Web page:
Whoa, that is awesome.
From what I’ve gleaned, there are many approaches to determining image quality (sharpness/contrast/resolving ability). The slanted-edge approach seems to be the most accepted, and is in fact the basis of ISO 12233. Below are some links to browse to get the general drift of it.
My newbie’s summary:
o A slant-edge image target (black/white, at a small angle vs. the pixel array axes) serves as a step function for the imaging system. How steeply stepped does your imaging system perceive it to be? The sharper the step, the more high-spatial-frequency content in its Fourier transform; blurrier images have less.
o MTF, then, boils down to calculating how much high-spatial-frequency content is in the image. Lens quality and setup (focus, etc) is an obviously dominant contributor, but the whole imaging system contributes. In the olden days of analog video connections, even cable quality could have a profound impact.
o MTF seems to be most often calculated as the normalized FFT of the derivative of the image, but I suppose there might be other measures as well; maybe even the histogram of pixel values could have utility for this (since a perfect step would have pixel values in only two bins, white and black; any intermediate bins with pixels in them would indicate blur). I would imagine that image-based autofocus approaches do something similar. Those have been around for a long time. My nearly 30-year-old Sony handicam had image-based autofocus.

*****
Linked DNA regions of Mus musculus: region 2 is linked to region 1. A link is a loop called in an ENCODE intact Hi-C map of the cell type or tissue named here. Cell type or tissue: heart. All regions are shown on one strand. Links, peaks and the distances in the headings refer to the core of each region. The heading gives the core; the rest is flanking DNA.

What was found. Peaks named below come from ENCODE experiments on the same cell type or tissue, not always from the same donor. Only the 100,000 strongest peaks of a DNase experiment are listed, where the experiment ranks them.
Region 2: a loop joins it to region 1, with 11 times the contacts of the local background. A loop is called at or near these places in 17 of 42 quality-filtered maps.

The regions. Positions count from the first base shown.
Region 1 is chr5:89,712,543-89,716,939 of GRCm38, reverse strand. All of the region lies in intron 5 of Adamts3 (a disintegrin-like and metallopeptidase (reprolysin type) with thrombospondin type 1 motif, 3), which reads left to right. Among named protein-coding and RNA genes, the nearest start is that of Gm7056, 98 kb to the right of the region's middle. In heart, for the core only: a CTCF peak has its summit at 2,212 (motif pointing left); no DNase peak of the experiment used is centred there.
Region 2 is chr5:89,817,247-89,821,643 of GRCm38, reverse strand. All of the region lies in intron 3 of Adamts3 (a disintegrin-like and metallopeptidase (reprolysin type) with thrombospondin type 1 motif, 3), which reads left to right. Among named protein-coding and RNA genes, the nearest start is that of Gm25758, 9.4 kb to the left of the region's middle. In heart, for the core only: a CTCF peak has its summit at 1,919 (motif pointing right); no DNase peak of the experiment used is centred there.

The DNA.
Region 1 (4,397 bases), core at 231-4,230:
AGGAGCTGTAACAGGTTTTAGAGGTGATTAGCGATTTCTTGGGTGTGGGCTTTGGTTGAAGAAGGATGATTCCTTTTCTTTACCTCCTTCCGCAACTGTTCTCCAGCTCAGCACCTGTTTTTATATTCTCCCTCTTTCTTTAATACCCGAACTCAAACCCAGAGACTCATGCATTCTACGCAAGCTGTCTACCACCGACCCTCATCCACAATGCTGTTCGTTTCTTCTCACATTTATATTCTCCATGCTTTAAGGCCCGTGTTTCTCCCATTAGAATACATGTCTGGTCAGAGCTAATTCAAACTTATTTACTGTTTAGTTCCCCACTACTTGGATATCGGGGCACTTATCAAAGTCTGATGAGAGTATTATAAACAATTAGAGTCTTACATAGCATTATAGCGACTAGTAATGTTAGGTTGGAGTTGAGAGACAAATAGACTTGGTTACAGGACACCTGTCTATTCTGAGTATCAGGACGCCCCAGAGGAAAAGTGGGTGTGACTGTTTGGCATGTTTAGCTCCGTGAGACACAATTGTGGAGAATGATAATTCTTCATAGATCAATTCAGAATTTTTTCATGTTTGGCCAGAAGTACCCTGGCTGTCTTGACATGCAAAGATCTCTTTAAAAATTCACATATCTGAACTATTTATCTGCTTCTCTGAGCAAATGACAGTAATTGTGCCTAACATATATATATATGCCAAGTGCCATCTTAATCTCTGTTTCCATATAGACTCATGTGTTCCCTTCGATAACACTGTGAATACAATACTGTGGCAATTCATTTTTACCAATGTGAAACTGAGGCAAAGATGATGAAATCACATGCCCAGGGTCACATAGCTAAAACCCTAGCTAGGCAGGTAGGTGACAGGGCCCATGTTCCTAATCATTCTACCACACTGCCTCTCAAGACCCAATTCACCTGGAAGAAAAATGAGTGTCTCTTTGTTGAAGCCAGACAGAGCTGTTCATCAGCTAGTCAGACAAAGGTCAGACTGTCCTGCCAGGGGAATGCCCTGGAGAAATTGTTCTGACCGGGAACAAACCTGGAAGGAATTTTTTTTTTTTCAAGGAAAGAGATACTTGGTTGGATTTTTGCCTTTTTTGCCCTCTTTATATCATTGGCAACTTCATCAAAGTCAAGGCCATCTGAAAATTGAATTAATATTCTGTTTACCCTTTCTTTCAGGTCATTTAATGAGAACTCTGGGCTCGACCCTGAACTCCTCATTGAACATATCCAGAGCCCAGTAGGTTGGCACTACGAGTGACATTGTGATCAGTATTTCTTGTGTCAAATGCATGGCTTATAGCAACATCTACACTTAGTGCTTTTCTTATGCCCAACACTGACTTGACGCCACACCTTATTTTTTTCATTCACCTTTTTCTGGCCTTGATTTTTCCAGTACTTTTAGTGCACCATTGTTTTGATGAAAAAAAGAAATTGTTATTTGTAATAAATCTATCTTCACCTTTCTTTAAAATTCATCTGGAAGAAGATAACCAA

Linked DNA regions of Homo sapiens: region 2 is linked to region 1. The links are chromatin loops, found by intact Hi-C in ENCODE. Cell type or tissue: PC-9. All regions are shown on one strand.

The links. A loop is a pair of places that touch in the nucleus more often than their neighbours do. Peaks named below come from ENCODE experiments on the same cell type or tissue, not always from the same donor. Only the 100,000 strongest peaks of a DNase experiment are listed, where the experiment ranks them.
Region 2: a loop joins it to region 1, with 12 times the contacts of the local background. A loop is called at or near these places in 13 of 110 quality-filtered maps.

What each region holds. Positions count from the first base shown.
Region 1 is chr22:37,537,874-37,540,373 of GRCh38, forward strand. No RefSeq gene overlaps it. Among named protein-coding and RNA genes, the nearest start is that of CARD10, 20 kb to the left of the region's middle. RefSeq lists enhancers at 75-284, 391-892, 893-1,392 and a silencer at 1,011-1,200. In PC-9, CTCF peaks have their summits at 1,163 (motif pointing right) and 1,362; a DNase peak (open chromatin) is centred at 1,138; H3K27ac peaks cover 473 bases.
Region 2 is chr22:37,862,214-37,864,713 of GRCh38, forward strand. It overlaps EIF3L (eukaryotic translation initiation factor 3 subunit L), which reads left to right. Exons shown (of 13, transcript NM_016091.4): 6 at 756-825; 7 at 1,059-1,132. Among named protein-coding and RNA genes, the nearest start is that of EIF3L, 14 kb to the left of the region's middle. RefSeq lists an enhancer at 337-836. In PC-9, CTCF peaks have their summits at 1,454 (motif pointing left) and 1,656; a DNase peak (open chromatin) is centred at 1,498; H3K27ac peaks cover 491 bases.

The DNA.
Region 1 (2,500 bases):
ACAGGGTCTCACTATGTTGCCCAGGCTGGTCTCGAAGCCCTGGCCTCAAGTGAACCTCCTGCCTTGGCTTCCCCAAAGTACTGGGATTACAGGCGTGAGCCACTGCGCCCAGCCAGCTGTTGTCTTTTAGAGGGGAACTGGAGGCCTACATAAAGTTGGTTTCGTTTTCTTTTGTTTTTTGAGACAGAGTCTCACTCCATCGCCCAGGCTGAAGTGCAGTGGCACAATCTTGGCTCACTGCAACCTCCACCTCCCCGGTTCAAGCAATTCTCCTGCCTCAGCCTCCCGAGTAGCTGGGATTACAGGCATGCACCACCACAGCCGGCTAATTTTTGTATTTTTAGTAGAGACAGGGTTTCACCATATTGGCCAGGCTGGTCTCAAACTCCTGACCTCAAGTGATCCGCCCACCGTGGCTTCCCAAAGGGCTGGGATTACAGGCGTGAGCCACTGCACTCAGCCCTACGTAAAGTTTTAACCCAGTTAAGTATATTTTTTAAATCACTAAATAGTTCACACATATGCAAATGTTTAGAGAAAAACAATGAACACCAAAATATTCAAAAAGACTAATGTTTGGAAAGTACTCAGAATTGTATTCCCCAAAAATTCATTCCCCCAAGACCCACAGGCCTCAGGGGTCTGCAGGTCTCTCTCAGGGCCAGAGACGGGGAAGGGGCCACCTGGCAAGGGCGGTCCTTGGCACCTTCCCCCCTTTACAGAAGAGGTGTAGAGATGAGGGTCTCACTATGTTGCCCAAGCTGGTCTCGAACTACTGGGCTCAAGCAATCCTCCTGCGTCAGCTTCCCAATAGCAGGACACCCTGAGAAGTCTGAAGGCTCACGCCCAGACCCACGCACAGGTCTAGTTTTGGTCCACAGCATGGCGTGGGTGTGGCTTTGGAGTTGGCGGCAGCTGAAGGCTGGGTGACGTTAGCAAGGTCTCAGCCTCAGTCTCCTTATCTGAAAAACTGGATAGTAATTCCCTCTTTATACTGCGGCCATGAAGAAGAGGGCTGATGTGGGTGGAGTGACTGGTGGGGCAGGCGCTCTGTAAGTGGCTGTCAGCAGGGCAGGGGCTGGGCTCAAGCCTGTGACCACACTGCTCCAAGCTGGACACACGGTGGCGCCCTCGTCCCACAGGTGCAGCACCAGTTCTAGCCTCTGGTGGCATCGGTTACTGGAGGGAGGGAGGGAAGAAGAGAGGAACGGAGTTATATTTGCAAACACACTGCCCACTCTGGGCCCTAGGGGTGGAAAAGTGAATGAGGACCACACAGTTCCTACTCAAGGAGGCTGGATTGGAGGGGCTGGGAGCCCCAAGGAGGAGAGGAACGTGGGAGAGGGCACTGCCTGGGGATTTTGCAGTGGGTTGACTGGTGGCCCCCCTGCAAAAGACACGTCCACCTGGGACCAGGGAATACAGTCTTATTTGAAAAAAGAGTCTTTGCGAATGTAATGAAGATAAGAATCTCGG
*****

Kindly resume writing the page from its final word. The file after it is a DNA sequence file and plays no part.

My own application has frame-rate as a priority, so efficiency trumps exactitude for me. I just want to maximize “sharpness” and don’t care much about rigorous compliance with ISO this-and-that. I’d imagine autofocus would have similar priorities.
http://www.dougkerr.net/Pumpkin/articles/MTF_Slant_Edge.pdf --a few pages of less-interesting background lead up to a nice description of the slant-edge approach
http://harvestimaging.com/blog/?p=1328 --good, concise description of the slant-edge approach
https://www.edmundoptics.com/resources/application-notes/optics/introduction-to-modulation-transfer-function/ --less on the slant-edge approach, more relating to resolving line patterns and other classical stuff
http://www.imatest.com/docs/sharpness/ --measuring sharpness and all sorts of other interesting stuff
This is really cool: There Are Giant Camera Resolution Test Charts Scattered Across the US
py_mtf/mtf.py at master · weiliu4/py_mtf · GitHub --some Python example codes I’ve been picking through
Thanks! Meanwhile I’ll play around with that firmware link you provided. Many thanks for that!